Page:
The Squeezebox Touch is nothing less than an absolute bargain. There is truly little else to say about this incredibly easy to set-up and enjoy network player.
It crams a shed-load of technology into a 150mm by 110mm enclosure, which is just 10mm deep – albeit increasing to 40mm at its base to accommodate its connection sockets.
The player delivers internet radio along with music streamed from any computer(s) on your local network. It is wireless-capable, but we used it predominantly with a CAT5E Ethernet connection to enable it to access music reliably on a computer and NAS, running the free Squeexebox Server software, which runs on Windows, Mac and Linux operating systems.
We supplied it with rips from a £370 VortexBox Appliance 1TB NAS, which conveniently comes with Squeezebox Server already installed and configured – although putting it on a Windows PC is only a five-minute job.
You can connect the Touch to a regular hi-fi system through a pair of RCA analogue sockets, or through a DAC using the coaxial or optical output. Equally, you can connect it straight to a set of active loudspeakers in an appropriately compact office or study system.
While inspecting the back panel you will also notice a USB port, into which you can plug a memory stick or drive containing music you would like to play. There is also an SD-slot on the side of the player, in case you wish to play music stored on an SD card.
To use either of the sources one simply selects them in the on-screen (touch-screen) display. There is also a 3.5mm headphone jack outlet for late-night listening.
We prefer using the display to control the player rather than the remote handset, but this is mainly down to personal preference and familiarity. Either way, the interface is logical and responsive.
Touching the remote control increases the size of the display font, a feature our eyes particularly appreciated on the recently reviewed and considerably more expensive Arcam Solo Neo. There is no doubt that the Touch delivers a rewarding 'user experience', one that certainly belies the budget price of the unit.
Connecting to network audio is perhaps the feature that will be most attractive to the majority of buyers, but internet radio might prove more so to those of a not especially energetic disposition. We certainly enjoyed having Radio Paradise select music for us while we sat and relaxed.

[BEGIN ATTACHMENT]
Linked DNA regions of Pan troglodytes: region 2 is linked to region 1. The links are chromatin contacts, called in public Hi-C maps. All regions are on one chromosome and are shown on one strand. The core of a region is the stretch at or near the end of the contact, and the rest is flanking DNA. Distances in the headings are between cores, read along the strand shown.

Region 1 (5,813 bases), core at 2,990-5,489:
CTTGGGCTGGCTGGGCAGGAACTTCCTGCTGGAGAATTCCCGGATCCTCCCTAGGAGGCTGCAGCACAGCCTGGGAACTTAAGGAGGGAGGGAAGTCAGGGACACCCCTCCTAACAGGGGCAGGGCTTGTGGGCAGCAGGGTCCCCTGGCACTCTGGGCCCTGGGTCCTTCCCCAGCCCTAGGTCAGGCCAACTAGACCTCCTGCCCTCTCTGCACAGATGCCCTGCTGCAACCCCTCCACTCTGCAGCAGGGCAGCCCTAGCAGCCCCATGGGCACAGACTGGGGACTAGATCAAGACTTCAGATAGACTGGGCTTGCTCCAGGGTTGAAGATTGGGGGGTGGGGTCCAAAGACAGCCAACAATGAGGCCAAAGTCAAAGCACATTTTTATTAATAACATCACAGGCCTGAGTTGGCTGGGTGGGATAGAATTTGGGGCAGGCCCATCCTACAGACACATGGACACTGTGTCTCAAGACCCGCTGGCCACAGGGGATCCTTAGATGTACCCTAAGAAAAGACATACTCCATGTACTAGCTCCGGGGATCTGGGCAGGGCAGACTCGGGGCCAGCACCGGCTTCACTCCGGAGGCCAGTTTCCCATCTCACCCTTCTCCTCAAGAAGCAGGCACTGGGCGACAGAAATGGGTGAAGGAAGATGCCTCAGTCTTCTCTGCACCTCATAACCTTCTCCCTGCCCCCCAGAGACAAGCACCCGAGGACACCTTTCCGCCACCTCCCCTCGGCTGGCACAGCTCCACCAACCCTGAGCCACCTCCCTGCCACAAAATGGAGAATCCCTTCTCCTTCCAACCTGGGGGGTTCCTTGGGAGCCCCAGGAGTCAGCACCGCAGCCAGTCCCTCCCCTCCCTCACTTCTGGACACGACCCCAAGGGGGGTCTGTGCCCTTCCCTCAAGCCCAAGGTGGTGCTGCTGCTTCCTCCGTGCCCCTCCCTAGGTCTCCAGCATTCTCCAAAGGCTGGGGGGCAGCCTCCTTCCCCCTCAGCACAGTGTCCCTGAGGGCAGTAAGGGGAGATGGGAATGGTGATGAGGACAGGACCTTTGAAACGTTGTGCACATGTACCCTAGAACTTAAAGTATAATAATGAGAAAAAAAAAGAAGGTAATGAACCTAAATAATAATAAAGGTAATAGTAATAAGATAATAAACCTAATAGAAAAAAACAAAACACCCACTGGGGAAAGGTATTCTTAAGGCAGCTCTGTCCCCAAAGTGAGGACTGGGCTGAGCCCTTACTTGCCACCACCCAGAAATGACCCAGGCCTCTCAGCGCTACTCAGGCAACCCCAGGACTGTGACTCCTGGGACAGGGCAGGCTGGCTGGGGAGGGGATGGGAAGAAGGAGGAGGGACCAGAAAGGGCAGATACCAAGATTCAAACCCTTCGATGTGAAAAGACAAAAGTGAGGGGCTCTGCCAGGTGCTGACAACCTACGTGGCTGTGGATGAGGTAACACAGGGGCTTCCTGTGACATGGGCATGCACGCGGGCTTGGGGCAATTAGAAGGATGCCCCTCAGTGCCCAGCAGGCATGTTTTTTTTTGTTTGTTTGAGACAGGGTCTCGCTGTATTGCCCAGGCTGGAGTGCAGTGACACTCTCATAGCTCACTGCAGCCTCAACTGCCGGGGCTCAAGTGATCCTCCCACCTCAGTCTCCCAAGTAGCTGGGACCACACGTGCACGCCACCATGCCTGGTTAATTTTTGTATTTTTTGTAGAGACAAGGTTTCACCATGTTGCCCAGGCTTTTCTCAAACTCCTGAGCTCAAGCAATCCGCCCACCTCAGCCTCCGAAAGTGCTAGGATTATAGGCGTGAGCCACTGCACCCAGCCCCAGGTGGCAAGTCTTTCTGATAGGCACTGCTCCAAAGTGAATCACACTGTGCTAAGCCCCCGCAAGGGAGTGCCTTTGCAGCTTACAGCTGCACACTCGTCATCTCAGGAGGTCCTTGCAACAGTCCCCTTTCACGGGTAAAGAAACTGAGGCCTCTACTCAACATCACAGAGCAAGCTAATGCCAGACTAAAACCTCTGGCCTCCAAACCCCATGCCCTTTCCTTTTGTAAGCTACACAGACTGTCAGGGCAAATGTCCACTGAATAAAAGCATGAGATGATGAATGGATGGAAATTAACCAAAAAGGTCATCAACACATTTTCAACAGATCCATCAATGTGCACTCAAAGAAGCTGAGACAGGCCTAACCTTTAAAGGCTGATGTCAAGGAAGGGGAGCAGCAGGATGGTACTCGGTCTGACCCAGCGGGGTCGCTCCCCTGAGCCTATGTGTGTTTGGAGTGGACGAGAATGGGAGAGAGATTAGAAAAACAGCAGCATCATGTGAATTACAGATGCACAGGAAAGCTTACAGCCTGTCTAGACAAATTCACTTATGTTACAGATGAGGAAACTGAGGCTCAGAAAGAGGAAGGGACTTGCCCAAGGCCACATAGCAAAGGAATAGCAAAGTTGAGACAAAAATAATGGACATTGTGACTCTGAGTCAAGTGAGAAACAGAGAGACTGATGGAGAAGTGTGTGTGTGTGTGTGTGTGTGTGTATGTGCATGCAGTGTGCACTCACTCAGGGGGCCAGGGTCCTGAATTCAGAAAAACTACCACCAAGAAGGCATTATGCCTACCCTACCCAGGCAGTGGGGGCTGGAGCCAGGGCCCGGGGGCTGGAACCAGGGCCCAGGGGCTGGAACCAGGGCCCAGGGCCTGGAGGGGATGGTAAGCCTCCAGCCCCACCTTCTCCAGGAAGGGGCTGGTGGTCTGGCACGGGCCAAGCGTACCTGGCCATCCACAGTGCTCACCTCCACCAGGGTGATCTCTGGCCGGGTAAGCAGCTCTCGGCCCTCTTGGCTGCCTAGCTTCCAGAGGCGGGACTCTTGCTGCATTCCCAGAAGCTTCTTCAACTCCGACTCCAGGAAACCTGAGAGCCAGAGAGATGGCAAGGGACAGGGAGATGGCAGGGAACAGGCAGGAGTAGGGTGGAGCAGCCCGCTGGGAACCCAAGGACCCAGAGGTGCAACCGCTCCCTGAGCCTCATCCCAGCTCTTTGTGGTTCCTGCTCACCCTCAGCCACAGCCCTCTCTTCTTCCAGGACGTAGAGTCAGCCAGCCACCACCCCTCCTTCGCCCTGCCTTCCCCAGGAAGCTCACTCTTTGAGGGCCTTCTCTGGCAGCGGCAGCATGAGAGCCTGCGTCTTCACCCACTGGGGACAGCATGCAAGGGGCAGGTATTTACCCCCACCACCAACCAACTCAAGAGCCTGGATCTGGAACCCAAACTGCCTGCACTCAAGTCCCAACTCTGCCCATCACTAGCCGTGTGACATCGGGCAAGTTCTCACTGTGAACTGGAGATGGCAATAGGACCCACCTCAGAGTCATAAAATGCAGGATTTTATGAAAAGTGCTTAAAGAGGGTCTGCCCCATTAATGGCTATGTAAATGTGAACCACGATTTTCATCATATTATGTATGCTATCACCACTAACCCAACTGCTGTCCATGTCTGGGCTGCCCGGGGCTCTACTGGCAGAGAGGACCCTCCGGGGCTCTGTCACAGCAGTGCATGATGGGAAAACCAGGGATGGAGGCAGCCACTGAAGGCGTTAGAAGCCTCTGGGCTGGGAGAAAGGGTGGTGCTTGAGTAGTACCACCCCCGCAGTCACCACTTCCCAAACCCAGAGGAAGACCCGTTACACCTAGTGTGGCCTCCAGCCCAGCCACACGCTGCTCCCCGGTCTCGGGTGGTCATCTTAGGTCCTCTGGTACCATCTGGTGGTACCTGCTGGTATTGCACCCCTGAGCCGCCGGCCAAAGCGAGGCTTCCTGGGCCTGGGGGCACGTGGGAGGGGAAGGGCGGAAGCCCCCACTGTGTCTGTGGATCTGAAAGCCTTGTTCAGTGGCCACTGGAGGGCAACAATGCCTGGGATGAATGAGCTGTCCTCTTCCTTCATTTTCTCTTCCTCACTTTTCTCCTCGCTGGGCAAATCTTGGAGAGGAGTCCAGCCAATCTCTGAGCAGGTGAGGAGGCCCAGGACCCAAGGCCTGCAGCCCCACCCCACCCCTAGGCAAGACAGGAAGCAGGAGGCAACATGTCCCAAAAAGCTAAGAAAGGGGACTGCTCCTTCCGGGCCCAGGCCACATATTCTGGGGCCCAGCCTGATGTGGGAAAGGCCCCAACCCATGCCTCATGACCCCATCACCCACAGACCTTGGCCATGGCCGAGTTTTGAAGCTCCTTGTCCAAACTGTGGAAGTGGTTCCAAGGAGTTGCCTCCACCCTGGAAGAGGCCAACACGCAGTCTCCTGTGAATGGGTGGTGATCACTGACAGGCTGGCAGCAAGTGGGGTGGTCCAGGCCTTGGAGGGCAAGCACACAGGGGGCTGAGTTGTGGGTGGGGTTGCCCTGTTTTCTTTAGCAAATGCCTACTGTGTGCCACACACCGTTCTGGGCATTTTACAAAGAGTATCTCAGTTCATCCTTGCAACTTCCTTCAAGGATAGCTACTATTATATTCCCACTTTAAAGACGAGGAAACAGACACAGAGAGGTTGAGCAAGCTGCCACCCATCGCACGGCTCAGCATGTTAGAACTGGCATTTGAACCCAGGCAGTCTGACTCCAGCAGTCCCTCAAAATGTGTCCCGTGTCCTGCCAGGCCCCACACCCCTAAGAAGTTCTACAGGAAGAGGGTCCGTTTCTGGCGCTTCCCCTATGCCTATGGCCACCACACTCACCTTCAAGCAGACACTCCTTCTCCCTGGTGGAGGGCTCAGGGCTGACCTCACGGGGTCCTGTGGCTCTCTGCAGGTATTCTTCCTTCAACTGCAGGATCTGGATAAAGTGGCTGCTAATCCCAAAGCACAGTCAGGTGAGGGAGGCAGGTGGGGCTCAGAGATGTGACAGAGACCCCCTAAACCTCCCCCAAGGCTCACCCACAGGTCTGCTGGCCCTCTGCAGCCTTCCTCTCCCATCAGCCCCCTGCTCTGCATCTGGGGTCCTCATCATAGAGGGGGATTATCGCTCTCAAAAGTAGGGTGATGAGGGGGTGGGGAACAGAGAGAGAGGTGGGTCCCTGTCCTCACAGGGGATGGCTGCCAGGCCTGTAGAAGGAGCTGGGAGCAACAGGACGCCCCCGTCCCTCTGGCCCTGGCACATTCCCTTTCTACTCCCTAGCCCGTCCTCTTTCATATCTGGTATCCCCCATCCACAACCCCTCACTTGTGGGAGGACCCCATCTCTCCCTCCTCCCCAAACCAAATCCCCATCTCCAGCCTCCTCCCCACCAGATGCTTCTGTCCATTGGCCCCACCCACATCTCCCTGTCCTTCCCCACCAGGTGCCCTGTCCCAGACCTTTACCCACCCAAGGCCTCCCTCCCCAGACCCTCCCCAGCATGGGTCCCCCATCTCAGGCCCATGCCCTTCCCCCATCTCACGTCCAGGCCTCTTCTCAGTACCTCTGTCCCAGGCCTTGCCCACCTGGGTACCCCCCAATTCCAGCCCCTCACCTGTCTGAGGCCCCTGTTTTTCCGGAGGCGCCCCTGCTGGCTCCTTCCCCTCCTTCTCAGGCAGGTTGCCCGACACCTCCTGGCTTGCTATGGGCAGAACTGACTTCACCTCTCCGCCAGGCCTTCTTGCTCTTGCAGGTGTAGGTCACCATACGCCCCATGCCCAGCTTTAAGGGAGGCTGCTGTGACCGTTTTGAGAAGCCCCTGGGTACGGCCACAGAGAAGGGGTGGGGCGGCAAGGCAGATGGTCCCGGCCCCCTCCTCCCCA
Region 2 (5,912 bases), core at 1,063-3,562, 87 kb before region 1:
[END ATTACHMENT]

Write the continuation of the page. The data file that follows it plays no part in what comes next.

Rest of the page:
A slick package
The question of build quality does not really arise with the Touch: it is little more than a circuit board and a touch-screen, with a handful of connections pinned to the rear of the plastic case. There are no mechanical components to fail or slip out of adjustment. Everything works as it should and the whole shebang looks sleek and shiny.
Its packaging is exemplary and Logitech even thoughtfully supplies a cloth for cleaning the screen. The favourable impression created by the slick packaging is reinforced when you flick through the user manual and discover just how easy it is to get the unit connected to your network and playing.
No elevator music
It truly seems churlish to criticise the Touch overall, when one looks at what one is getting for the price: streamed audio, internet radio, alarm clock functions and all for £260 or less.
The sound is not a million miles away from that of the Slim Devices Transporter I and that was comfortably over £1,000. It will now set you back around £1,799.
Sound quality obviously varies with the source material. High-resolution FLAC files naturally sound the best. They are understandably not as detailed as they are with the high-end Linn Klimax DS or the Naim HDX, but they sound vital and alive and do not sink to background or elevator music quality as one might expect.
At the other end of the performance spectrum, decent bit-rate internet radio still sounds plausible and entertaining, even if it is not a completely audiophile experience.
The sound offers an appreciable degree of subtlety: for example, it clearly reveals deft brush work on a hi-hat by a drummer behind a female vocal. This really is not the sort of polished performance one expects from a £250 streamer. It is extraordinarily assured, enjoyable, and highly authentic in musical terms.
Dynamically, the presentation seems slightly muted, but not to the degree that any listener is moved to complain. The unit has an embedded version of the server software, so that it can replay music from a USB hard disk with no external assistance.
The software enumerates a 160GB disk very quickly and replays tracks with the same ease that it reveals when playing from the Vortexbox appliance.
A stellar performer
The Squeezebox Touch thoroughly deserves to be a phenomenal success. It is a stellar performer and can hold its own against far more expensive competition. It strikes us as being the ideal office system: it sounds good; it looks good, it is a breeze to operate and it takes up negligible desk space.
Store your music on a convenient hard disk, install Squeezebox Server, add a pair of active loudspeakers and that is it: your music is totally sorted.
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